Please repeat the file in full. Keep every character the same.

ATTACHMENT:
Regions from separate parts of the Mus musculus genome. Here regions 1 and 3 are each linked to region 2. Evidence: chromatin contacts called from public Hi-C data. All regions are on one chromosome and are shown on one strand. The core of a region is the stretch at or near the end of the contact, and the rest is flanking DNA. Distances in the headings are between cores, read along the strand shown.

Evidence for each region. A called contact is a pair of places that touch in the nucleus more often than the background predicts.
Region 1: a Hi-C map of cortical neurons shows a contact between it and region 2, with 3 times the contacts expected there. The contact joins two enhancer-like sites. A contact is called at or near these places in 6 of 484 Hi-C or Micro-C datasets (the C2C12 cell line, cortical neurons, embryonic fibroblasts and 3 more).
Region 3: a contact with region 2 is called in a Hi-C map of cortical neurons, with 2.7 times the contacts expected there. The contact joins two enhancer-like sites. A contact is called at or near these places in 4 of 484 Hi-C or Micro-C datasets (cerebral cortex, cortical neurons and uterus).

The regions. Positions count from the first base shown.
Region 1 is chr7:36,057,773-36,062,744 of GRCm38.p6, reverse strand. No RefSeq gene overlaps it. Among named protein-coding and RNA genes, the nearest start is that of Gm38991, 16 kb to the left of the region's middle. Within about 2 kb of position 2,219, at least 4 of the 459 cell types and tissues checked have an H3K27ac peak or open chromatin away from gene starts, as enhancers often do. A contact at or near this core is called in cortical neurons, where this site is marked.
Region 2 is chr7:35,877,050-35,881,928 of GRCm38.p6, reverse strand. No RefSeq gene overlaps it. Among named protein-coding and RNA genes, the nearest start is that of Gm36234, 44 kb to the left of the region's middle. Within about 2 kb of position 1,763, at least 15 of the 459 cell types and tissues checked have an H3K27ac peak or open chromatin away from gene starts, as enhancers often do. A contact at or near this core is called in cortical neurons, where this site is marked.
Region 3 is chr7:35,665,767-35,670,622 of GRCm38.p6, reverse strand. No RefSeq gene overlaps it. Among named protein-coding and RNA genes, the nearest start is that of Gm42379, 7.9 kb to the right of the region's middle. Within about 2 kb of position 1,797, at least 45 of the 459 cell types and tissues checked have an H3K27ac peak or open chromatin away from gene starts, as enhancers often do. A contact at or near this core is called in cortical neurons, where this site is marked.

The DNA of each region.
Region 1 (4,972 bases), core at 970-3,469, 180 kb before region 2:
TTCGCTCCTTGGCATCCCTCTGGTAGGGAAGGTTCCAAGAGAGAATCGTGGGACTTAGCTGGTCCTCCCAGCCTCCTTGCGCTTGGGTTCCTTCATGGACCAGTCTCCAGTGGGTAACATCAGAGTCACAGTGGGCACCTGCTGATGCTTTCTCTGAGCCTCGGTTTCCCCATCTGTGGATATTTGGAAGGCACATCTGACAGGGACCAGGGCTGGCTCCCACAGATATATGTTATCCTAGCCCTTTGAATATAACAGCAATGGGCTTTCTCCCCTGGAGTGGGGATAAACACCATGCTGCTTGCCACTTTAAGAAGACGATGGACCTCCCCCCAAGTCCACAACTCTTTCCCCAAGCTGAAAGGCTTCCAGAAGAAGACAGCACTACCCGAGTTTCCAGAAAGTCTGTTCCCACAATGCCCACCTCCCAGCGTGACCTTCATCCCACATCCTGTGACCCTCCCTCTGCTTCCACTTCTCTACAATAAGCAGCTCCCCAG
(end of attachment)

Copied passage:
Regions from separate parts of the Mus musculus genome. Here regions 1 and 3 are each linked to region 2. Evidence: chromatin contacts called from public Hi-C data. All regions are on one chromosome and are shown on one strand. The core of a region is the stretch at or near the end of the contact, and the rest is flanking DNA. Distances in the headings are between cores, read along the strand shown.

Evidence for each region. A called contact is a pair of places that touch in the nucleus more often than the background predicts.
Region 1: a Hi-C map of cortical neurons shows a contact between it and region 2, with 3 times the contacts expected there. The contact joins two enhancer-like sites. A contact is called at or near these places in 6 of 484 Hi-C or Micro-C datasets (the C2C12 cell line, cortical neurons, embryonic fibroblasts and 3 more).
Region 3: a contact with region 2 is called in a Hi-C map of cortical neurons, with 2.7 times the contacts expected there. The contact joins two enhancer-like sites. A contact is called at or near these places in 4 of 484 Hi-C or Micro-C datasets (cerebral cortex, cortical neurons and uterus).

The regions. Positions count from the first base shown.
Region 1 is chr7:36,057,773-36,062,744 of GRCm38.p6, reverse strand. No RefSeq gene overlaps it. Among named protein-coding and RNA genes, the nearest start is that of Gm38991, 16 kb to the left of the region's middle. Within about 2 kb of position 2,219, at least 4 of the 459 cell types and tissues checked have an H3K27ac peak or open chromatin away from gene starts, as enhancers often do. A contact at or near this core is called in cortical neurons, where this site is marked.
Region 2 is chr7:35,877,050-35,881,928 of GRCm38.p6, reverse strand. No RefSeq gene overlaps it. Among named protein-coding and RNA genes, the nearest start is that of Gm36234, 44 kb to the left of the region's middle. Within about 2 kb of position 1,763, at least 15 of the 459 cell types and tissues checked have an H3K27ac peak or open chromatin away from gene starts, as enhancers often do. A contact at or near this core is called in cortical neurons, where this site is marked.
Region 3 is chr7:35,665,767-35,670,622 of GRCm38.p6, reverse strand. No RefSeq gene overlaps it. Among named protein-coding and RNA genes, the nearest start is that of Gm42379, 7.9 kb to the right of the region's middle. Within about 2 kb of position 1,797, at least 45 of the 459 cell types and tissues checked have an H3K27ac peak or open chromatin away from gene starts, as enhancers often do. A contact at or near this core is called in cortical neurons, where this site is marked.

The DNA of each region.
Region 1 (4,972 bases), core at 970-3,469, 180 kb before region 2:
TTCGCTCCTTGGCATCCCTCTGGTAGGGAAGGTTCCAAGAGAGAATCGTGGGACTTAGCTGGTCCTCCCAGCCTCCTTGCGCTTGGGTTCCTTCATGGACCAGTCTCCAGTGGGTAACATCAGAGTCACAGTGGGCACCTGCTGATGCTTTCTCTGAGCCTCGGTTTCCCCATCTGTGGATATTTGGAAGGCACATCTGACAGGGACCAGGGCTGGCTCCCACAGATATATGTTATCCTAGCCCTTTGAATATAACAGCAATGGGCTTTCTCCCCTGGAGTGGGGATAAACACCATGCTGCTTGCCACTTTAAGAAGACGATGGACCTCCCCCCAAGTCCACAACTCTTTCCCCAAGCTGAAAGGCTTCCAGAAGAAGACAGCACTACCCGAGTTTCCAGAAAGTCTGTTCCCACAATGCCCACCTCCCAGCGTGACCTTCATCCCACATCCTGTGACCCTCCCTCTGCTTCCACTTCTCTACAATAAGCAGCTCCCCAG